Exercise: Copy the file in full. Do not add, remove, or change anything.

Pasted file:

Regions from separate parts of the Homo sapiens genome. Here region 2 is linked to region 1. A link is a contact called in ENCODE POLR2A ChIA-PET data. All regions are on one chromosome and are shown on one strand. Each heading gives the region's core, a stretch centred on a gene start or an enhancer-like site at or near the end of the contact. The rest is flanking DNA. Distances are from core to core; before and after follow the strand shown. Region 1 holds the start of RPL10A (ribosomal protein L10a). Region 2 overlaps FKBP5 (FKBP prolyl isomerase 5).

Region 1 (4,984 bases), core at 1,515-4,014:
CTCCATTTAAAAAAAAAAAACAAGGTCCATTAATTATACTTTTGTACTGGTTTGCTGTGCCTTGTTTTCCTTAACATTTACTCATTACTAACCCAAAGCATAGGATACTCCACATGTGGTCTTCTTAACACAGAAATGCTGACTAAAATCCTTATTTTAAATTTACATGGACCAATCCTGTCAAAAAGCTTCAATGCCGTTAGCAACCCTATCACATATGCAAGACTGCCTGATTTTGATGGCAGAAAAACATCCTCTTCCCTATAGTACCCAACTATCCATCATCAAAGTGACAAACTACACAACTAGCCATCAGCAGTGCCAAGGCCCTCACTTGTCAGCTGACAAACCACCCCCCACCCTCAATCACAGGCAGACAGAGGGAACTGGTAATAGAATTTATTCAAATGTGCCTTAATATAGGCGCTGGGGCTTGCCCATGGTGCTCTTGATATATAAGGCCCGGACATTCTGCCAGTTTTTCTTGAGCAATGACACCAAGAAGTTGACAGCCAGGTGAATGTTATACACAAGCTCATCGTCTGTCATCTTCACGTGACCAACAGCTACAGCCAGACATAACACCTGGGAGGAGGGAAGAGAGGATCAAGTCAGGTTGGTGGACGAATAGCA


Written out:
Regions from separate parts of the Homo sapiens genome. Here region 2 is linked to region 1. A link is a contact called in ENCODE POLR2A ChIA-PET data. All regions are on one chromosome and are shown on one strand. Each heading gives the region's core, a stretch centred on a gene start or an enhancer-like site at or near the end of the contact. The rest is flanking DNA. Distances are from core to core; before and after follow the strand shown. Region 1 holds the start of RPL10A (ribosomal protein L10a). Region 2 overlaps FKBP5 (FKBP prolyl isomerase 5).

Region 1 (4,984 bases), core at 1,515-4,014:
CTCCATTTAAAAAAAAAAAACAAGGTCCATTAATTATACTTTTGTACTGGTTTGCTGTGCCTTGTTTTCCTTAACATTTACTCATTACTAACCCAAAGCATAGGATACTCCACATGTGGTCTTCTTAACACAGAAATGCTGACTAAAATCCTTATTTTAAATTTACATGGACCAATCCTGTCAAAAAGCTTCAATGCCGTTAGCAACCCTATCACATATGCAAGACTGCCTGATTTTGATGGCAGAAAAACATCCTCTTCCCTATAGTACCCAACTATCCATCATCAAAGTGACAAACTACACAACTAGCCATCAGCAGTGCCAAGGCCCTCACTTGTCAGCTGACAAACCACCCCCCACCCTCAATCACAGGCAGACAGAGGGAACTGGTAATAGAATTTATTCAAATGTGCCTTAATATAGGCGCTGGGGCTTGCCCATGGTGCTCTTGATATATAAGGCCCGGACATTCTGCCAGTTTTTCTTGAGCAATGACACCAAGAAGTTGACAGCCAGGTGAATGTTATACACAAGCTCATCGTCTGTCATCTTCACGTGACCAACAGCTACAGCCAGACATAACACCTGGGAGGAGGGAAGAGAGGATCAAGTCAGGTTGGTGGACGAATAGCA